I would like to say a big thanks to Graeme Vigors and Nicki Adair for their help last year for giving me a chance again, to my family and Mike Brown for still sticking by me and of course Roger Magee for giving me this massive chance, without him it wouldn’t be possible, it is a massive opportunity. Also thanks to Phil Coulter as well he has been behind me in a big way as well.

With those people behind you it must give you the belief in yourself again?

It does give me confidence, because everybody I still speak to thinks I can do it. I have a lot of people to prove wrong and I want to prove to my dad that I can do it, he is in two minds as to whether I can do it or not but he gave me a chance and I would like to show him that I can still do it.
Article by Jonathan McCready

Pics by Paul McCrea and Nigel McKinstry

Pro Motocross

The MX Vice SMX Review Show Episode #22 – Lars Lindstrom

HRC Boss talks about their amazing 2023 season



In 2023, MX Vice is running a regular SMX Review show, where we talk all things AMA, frequently with a star guest or pundit. This time Ben & Brad are joined by Honda HRC USA Team Manager Lars Lindstrom, talking about the red team’s amazing 2023 season, his time as Chad Reed’s mechanic, and his riders’ plans for the Motocross of Nations!

Images: HRC Honda

Lars (crouching with his arm on the front fender) has enjoyed a great year with his team in 2023

Massive thanks to Lars for joining us and we wish you and your team all the best for the rest of the year!

This podcast was recorded prior to the Washougal National, so apologies for the delay and for the few sound issues.  None of these were caused by Lars or his systems. Enjoy the podcast!

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Live Results – AMA Pro Motocross Round 6 – Southwick

Practice Times & Race Results from The Wick



The action is underway at Southwick for round six of the AMA Pro Motocross series. Will Jett Lawrence dominate again, and how will Hunter fare after his issues at RedBud?

Featured Image: HRC Honda

This page will have all of the results from The Wick. The results are posted in an easy-to-view fashion, with the latest results at the very top of the page. If you do not immediately see the most recent results, hit the refresh button in the top-right corner and then the issue should be rectified.

450 Updated Championship Classification

450 Overall Results

450 Moto Two

250 Updated Championship Classification

250 Overall Results

They said the sand might suit him! Tom Vialle takes his first overall win in the USA, and the 250 wildness continues through the pack as the red plate changes hands for the first time in either class this summer!

250 Moto 2

450 Moto 1

250 Moto 1

450 Consolation Race

Just for British fans, SC Sporthomes Husqvarna rider Charlie Putnam finished 19th in the Consolation Race after not making the cut in Qualifying.

250 Combined Qualifying Times

450 Combined Qualifying Times

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British Championship

Michelin MX Nationals – Race Report, Rnd 2 – Monster Mountain

Full report from packed event in South Wales



Last weekend the new Monster Mountain facility staged its first event, round two of the Michelin MX Nationals powered by Milwaukee, and what an action-packed weekend it was! With almost 300 hundred riders keen to get on the new track and a tremendous crowd for the MX Nationals, both enjoyed the two days of fast and hot motocross action.

Words: Dick Law for Michelin MX Nationals | Featured Image: Michelin MX Nationals

If you haven’t seen the images and videos on social media, Monster Mountain is a USA- styled track set on top of a Welsh mountain. With months and months of hard, back-breaking work that involved moving hundreds of tons of earth with machines the size of a small house, the Monster Mountain track was born, and the scale of the project was mind-blowing. Once you have climbed up the mountain’s side to the peak, you enter a landscape that could be easily mistaken for Pala or even the moon.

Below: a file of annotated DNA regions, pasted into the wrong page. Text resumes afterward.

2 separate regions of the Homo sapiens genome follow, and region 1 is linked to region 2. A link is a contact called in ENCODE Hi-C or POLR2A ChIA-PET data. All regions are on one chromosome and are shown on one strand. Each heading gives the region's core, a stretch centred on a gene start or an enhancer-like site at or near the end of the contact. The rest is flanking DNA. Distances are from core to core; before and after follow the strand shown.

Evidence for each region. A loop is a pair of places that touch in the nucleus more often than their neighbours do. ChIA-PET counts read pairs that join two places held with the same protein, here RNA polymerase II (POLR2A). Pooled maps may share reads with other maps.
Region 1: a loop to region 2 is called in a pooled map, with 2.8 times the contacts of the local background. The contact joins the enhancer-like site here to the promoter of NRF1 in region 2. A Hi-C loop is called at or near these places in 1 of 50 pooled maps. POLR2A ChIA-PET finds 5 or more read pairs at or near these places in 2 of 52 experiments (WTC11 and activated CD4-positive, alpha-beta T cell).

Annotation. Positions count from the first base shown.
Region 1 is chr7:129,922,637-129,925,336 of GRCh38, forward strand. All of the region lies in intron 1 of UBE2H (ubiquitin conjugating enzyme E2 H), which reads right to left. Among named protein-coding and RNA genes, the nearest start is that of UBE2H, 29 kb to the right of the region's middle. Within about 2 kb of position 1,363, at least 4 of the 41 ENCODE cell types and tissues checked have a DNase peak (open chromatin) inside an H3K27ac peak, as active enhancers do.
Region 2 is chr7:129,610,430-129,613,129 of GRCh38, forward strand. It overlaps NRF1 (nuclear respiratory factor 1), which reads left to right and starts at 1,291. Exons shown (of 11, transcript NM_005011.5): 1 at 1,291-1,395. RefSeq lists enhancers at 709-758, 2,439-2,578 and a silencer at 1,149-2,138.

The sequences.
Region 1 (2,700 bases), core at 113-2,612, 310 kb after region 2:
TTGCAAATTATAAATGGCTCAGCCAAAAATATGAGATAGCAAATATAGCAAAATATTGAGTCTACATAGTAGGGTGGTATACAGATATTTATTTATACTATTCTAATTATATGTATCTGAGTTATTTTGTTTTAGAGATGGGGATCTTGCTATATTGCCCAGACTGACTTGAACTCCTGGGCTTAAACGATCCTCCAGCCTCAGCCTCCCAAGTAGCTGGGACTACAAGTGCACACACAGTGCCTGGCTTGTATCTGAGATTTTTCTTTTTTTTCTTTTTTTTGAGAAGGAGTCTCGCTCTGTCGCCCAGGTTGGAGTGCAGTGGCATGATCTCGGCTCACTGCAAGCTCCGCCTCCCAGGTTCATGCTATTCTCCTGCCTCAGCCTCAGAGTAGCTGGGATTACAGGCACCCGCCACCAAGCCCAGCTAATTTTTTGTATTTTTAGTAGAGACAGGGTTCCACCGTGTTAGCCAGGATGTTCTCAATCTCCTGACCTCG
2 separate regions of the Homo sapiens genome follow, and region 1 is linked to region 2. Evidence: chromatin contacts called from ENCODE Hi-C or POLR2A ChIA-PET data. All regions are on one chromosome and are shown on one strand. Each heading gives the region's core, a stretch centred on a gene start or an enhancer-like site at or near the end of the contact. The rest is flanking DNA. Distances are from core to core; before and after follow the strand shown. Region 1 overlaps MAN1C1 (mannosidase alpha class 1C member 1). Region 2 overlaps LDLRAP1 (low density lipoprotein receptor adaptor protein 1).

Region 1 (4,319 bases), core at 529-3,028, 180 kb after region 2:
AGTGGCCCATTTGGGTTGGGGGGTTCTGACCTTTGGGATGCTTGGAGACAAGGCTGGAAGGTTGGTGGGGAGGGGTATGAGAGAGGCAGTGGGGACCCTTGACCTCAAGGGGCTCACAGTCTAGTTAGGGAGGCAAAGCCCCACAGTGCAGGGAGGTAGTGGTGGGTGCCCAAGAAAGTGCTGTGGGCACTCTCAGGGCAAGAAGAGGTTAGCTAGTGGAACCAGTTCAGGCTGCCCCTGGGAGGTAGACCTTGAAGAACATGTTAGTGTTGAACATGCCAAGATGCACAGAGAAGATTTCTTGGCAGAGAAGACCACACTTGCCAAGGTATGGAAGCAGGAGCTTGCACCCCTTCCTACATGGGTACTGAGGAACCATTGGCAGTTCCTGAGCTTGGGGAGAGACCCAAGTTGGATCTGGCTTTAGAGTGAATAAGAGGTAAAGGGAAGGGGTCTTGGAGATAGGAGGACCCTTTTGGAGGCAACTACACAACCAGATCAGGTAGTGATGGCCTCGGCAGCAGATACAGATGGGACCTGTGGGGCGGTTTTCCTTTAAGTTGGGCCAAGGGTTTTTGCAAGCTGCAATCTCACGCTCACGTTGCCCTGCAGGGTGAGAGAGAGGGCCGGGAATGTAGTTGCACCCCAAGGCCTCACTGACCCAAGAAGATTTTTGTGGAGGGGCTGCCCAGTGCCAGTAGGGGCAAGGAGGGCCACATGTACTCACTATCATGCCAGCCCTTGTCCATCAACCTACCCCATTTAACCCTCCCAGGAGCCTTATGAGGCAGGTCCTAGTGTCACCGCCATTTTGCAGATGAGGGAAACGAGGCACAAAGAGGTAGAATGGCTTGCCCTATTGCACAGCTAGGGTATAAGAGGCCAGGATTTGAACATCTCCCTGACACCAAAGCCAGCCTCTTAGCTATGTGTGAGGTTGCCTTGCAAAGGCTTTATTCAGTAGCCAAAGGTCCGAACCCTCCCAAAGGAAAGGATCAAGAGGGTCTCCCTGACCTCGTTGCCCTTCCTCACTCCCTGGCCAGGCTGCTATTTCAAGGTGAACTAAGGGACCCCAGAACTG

The Leatt Pro MX1s were mainly about three riders, the Crendon Fastrack Honda pairing of Conrad Mewse and Josh Gilbert and Cab Screens Crescent Yamaha rider Harri Kullas. The winner would come from one of these riders, who have dominated the home racing scene all year.

Kullas got the holeshot at the start of the first combined MX1 and MX2 pro race but was quickly passed a quarter of the way around the opening lap by Mewse and then his teammate Gilbert, who had gated third, slipped by Kullas before the end of the lap. While this happened, John Adamson (ASA United GasGas) got cross threaded in one of the deep ruts and dropped from fourth to tenth.

Adamson’s teammate Ivo Monticelli, who was making a comeback from an injury he suffered at round one of the Revo series, took full advantage of his teammate Adamson’s problems and took over his fourth place as Jason Meara (JM 10 Moto-cycle Racing Honda), Tom Grimshaw (Chambers Racing), Charlie Putnam (SC Sporthomes Husqvarna), Jamie Carpenter (Cab Screens Crescent Yamaha), and Dan Thornhill (Chambers Racing) all moved up a place at Adamson’s expense.

The leading four riders of Mewse, Gilbert, Kullas, and Monticelli stayed in the same running order to the end of the race as Meara and Grimshaw fought over fifth place. The two riders changed position many times till, on lap eight, Meara suffered a mechanical failure, leaving Grimshaw to make fifth all his own.

Adamson was on a charge after his crash and fought back to sixth at the end of the race, while Putnam came off his machine, relegating himself back to thirtieth place.

The immense new track, with its long start straights and big jumps, and even an adverse camber turn, was always going to disadvantage the smaller Apico MX2 machines over the power of the Leatt MX1 machines, with Glen McCormick (Chambers Racing) being the first of the MX2s around turn one, followed by Jamie Wainwright (WPH/SBE/Redline KTM) and Carlton Husband (Phoenix EvenStrokes Kawasaki) as race favourite Charlie Cole (Blades Bikes Kawasaki) suffering a mechanical problem that saw him at the back of the pack with a lot of work to do.